Cerebral injury during the perinatal period is a preventable cause of long-term neurological morbidity. The incidence of hypoxic ischemic encephalopathy (HIE) is estimated to be 1–4/1000 live births.[1] Significant proportion of neonates with HIE Stage III does not survive neonatal period, while 25%–60% of babies develop permanent disabilities such as cerebral palsy (CP), learning disabilities, mental retardation, and seizures.[2] National Neonatal Perinatal Database reported that perinatal asphyxia was the most common cause of stillbirth in India, accounting for 45.1% of all such cases.[3] It is important to be able to identify these neonates as soon as possible during or after birth as early assessment of the severity secondary to hypoxic ischemic injury may assist in making objective preventive or therapeutic decisions. Five-minutes Apgar scoring and cord blood pH are well-established markers for perinatal asphyxia. In view of their nonspecificity, biochemical indicators may be better than the clinical scoring system such as Apgar and cord blood pH.[4] Serum lactate levels have been one of the earliest biochemical markers correlating with brain hypoxia as lactate accumulates in hypoxic cell because of anaerobic metabolism.[5] There are not many Indian studies correlating cord blood lactate levels with these two markers and this study was conducted to find the correlation between cord blood lactate levels, umbilical cord blood pH, Apgar score, and subsequent development of HIE.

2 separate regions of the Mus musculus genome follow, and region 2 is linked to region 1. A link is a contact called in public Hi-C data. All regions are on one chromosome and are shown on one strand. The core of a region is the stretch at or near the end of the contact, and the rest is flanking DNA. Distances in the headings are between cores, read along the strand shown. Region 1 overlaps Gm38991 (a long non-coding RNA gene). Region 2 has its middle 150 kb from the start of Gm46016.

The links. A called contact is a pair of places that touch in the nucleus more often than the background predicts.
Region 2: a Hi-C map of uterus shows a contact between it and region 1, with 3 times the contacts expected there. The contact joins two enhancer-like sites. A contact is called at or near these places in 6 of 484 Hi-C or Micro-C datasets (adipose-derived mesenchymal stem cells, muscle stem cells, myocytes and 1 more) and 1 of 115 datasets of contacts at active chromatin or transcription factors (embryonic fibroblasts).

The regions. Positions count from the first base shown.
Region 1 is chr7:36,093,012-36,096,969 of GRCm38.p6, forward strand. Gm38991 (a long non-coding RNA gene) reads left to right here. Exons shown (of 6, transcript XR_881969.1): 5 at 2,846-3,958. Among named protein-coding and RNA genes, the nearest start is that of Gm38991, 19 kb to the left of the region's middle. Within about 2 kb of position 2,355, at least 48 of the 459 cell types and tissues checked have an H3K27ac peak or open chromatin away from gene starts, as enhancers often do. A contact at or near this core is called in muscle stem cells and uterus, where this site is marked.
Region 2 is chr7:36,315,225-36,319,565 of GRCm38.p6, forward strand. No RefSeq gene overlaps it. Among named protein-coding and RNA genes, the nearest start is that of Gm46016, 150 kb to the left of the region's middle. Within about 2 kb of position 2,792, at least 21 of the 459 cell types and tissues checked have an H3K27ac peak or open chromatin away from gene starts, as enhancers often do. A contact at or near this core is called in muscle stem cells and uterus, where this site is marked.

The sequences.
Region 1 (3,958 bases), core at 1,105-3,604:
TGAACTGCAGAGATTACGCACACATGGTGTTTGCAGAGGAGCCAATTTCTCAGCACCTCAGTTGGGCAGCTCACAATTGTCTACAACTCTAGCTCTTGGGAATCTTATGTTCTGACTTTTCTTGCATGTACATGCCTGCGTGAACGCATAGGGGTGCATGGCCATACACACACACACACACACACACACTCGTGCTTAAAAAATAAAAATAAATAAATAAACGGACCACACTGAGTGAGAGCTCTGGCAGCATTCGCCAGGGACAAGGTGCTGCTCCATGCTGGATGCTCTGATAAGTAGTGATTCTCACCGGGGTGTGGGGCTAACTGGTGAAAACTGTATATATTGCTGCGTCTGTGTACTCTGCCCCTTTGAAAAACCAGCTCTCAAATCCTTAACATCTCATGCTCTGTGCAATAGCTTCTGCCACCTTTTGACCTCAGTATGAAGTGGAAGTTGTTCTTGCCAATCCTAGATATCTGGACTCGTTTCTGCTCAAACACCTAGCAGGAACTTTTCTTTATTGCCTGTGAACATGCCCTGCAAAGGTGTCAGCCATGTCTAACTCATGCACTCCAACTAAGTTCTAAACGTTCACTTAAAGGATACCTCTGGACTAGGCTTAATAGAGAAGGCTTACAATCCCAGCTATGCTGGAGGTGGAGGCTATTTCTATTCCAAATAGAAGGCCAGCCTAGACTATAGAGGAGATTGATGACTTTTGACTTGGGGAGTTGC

Materials and Methods Top

It was an observational, cross-sectional study conducted during one calendar year (June 2018–June 2019) including term neonates with suspicion of perinatal hypoxia. Apgar score <7 at 1 min of life, term newborns with normal respiration not established at 1 min after birth, and term newborn requiring resuscitative measures were included in the study. While preterm, intrauterine growth restriction, or neonates with severe congenital malformations, chromosomal abnormalities and Rh incompatibility were excluded from this study. History of antenatal drug addiction or babies born to mothers who received magnesium sulfate 4 h before delivery was also excluded from the study. Ethical clearance was obtained from hospital ethical committee (IEC BHDC/26 of 2017) and informed consent was taken from mothers. One milliliter of blood was collected in heparinized syringe from doubly clamped segment of umbilical cord for arterial blood gas analysis (Autoanalyzer, Phox Ultra) to measure pH and lactate levels for all term babies born with asphyxia. All these newborns were then shifted to neonatal intensive care unit after resuscitation for further monitoring, screening, and staging of HIE as per Sarnat and Sarnat staging system. The quantitative data were expressed as mean ± standard deviation categorical and nominal data were written in percentage. T for quantitative data t-test was used. Nonparametric data were analyzed by Mann–Whitney U-test and categorical data were analyzed using Chi-square test. Pearson correlation coefficient was used to compute correlation between lactate and cord blood pH, 1 min Apgar score with severity of HIE. The significance threshold of P value was set at <0.05. All analyses were carried out using? SPSS software version 21.